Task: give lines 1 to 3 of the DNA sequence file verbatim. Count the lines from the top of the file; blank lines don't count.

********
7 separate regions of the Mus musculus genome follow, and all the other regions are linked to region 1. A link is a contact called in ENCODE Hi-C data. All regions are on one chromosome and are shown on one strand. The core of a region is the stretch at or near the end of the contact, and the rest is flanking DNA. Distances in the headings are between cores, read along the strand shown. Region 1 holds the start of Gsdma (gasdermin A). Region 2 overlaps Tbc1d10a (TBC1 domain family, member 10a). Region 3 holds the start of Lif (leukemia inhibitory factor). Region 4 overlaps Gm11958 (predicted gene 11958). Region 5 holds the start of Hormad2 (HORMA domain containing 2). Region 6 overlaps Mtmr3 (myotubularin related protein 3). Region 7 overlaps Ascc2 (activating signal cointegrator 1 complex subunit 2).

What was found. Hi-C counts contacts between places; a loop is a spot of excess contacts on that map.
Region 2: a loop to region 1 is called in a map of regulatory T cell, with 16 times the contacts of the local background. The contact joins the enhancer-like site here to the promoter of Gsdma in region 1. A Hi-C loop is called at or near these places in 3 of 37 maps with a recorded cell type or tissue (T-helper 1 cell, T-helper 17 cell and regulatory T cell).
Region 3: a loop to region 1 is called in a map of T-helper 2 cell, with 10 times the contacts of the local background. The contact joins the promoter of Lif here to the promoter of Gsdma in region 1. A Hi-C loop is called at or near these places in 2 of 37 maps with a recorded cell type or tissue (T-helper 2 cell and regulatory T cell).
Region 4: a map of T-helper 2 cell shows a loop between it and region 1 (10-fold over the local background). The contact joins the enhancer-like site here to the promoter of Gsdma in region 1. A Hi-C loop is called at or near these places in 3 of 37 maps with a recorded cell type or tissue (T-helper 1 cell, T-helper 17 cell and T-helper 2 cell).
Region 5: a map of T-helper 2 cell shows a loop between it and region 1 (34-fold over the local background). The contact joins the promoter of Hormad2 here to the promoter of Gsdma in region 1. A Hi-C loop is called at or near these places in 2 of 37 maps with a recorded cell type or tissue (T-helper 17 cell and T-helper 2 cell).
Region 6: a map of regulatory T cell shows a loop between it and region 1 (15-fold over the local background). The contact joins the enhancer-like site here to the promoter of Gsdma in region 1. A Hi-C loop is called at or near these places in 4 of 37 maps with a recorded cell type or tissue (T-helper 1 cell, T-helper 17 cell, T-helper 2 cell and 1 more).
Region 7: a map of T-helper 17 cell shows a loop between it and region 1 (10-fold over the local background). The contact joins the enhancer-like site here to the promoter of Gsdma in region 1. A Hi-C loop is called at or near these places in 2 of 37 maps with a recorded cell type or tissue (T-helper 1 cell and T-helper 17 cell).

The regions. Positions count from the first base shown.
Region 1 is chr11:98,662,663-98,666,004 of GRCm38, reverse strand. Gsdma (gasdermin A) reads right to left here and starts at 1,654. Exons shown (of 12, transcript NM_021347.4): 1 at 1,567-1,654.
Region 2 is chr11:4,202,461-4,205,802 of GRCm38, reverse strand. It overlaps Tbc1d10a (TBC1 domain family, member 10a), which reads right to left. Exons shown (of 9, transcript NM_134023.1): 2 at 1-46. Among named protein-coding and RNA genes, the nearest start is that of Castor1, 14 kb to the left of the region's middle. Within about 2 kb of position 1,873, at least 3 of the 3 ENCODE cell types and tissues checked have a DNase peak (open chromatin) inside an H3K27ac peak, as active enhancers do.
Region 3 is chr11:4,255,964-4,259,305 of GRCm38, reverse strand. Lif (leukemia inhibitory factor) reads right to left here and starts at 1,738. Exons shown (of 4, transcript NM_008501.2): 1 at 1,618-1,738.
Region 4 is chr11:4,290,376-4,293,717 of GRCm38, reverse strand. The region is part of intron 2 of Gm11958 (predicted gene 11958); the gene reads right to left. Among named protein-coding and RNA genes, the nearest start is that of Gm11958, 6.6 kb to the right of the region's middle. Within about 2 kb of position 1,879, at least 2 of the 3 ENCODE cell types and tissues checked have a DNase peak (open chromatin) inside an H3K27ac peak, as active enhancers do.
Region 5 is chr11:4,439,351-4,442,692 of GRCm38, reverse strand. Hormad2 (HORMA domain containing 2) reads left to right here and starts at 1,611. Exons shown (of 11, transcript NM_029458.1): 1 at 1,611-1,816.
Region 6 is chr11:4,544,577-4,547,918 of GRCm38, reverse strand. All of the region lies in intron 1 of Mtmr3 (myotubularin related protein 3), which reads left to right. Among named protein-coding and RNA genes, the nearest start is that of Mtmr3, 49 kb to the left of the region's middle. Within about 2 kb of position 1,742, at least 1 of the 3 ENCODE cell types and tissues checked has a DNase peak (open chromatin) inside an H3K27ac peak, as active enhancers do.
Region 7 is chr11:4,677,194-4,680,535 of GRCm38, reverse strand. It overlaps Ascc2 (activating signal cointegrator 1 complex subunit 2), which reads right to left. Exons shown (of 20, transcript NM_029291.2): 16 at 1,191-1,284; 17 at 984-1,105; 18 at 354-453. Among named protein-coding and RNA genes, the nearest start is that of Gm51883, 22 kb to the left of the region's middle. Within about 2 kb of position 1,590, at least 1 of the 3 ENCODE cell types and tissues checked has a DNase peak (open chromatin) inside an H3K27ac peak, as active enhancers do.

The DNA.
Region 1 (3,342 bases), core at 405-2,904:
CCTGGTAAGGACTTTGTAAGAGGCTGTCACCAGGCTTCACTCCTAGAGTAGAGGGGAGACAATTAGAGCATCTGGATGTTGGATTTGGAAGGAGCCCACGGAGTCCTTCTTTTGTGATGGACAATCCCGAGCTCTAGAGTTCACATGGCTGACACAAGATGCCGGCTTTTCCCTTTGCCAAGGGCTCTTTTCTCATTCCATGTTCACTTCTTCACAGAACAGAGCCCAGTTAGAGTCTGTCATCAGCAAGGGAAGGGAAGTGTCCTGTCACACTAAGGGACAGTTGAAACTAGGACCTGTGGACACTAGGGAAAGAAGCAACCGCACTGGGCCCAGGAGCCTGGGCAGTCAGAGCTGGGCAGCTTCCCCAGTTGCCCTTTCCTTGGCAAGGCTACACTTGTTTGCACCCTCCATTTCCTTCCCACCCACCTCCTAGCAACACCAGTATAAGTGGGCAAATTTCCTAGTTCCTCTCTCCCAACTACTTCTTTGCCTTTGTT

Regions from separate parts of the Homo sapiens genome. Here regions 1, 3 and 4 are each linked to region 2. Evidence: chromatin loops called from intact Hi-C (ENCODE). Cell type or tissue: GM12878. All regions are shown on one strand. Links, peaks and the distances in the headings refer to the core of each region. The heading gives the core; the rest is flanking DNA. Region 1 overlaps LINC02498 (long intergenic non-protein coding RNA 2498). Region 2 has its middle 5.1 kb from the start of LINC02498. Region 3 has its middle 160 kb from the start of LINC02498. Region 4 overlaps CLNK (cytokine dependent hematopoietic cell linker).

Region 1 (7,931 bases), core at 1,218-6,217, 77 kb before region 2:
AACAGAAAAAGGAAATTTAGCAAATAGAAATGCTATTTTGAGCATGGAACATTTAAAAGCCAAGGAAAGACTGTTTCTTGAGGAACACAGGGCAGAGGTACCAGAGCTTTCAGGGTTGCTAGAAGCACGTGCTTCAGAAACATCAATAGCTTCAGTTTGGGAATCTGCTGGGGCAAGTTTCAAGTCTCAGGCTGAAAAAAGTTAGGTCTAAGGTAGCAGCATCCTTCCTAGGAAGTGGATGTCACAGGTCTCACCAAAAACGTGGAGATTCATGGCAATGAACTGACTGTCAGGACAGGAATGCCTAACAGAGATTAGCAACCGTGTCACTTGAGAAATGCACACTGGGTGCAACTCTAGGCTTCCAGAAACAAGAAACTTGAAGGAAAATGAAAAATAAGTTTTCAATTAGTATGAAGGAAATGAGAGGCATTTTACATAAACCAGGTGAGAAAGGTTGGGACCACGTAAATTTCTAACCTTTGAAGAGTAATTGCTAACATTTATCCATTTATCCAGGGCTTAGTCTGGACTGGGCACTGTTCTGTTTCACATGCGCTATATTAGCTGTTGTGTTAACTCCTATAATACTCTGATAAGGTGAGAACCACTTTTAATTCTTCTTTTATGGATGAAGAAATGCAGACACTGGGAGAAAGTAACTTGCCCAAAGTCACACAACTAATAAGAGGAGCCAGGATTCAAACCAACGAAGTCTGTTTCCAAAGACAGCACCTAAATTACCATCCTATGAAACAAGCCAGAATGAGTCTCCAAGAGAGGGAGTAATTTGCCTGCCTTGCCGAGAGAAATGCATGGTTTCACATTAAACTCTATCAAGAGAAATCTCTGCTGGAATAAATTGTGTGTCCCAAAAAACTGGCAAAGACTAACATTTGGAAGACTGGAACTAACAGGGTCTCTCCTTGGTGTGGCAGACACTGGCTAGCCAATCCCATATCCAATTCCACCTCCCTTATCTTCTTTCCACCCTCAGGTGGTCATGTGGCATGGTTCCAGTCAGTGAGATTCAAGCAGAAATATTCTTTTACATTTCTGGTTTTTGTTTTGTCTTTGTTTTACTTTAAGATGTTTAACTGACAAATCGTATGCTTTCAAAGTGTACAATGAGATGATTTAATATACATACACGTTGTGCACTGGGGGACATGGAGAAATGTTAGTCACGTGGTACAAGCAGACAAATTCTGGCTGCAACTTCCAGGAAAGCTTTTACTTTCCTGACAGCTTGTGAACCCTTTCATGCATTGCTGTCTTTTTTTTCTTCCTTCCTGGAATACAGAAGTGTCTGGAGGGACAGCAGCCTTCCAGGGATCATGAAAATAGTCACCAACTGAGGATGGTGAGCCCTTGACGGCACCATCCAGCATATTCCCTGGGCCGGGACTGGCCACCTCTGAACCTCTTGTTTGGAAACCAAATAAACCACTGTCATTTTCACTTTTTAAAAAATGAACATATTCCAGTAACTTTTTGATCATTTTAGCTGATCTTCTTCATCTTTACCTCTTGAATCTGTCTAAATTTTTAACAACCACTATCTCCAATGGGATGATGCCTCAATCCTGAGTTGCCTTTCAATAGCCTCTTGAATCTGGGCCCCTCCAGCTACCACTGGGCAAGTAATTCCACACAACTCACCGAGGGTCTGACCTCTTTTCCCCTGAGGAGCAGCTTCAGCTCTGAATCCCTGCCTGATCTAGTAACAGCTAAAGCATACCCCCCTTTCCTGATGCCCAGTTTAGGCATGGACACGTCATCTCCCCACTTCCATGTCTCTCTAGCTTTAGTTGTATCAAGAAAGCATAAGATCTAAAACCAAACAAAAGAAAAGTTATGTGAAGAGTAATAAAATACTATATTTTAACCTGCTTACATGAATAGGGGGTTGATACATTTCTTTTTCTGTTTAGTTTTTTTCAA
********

7 separate regions of the Mus musculus genome follow, and all the other regions are linked to region 1. A link is a contact called in ENCODE Hi-C data. All regions are on one chromosome and are shown on one strand. The core of a region is the stretch at or near the end of the contact, and the rest is flanking DNA. Distances in the headings are between cores, read along the strand shown. Region 1 holds the start of Gsdma (gasdermin A). Region 2 overlaps Tbc1d10a (TBC1 domain family, member 10a). Region 3 holds the start of Lif (leukemia inhibitory factor). Region 4 overlaps Gm11958 (predicted gene 11958). Region 5 holds the start of Hormad2 (HORMA domain containing 2). Region 6 overlaps Mtmr3 (myotubularin related protein 3). Region 7 overlaps Ascc2 (activating signal cointegrator 1 complex subunit 2).

What was found. Hi-C counts contacts between places; a loop is a spot of excess contacts on that map.
Region 2: a loop to region 1 is called in a map of regulatory T cell, with 16 times the contacts of the local background. The contact joins the enhancer-like site here to the promoter of Gsdma in region 1. A Hi-C loop is called at or near these places in 3 of 37 maps with a recorded cell type or tissue (T-helper 1 cell, T-helper 17 cell and regulatory T cell).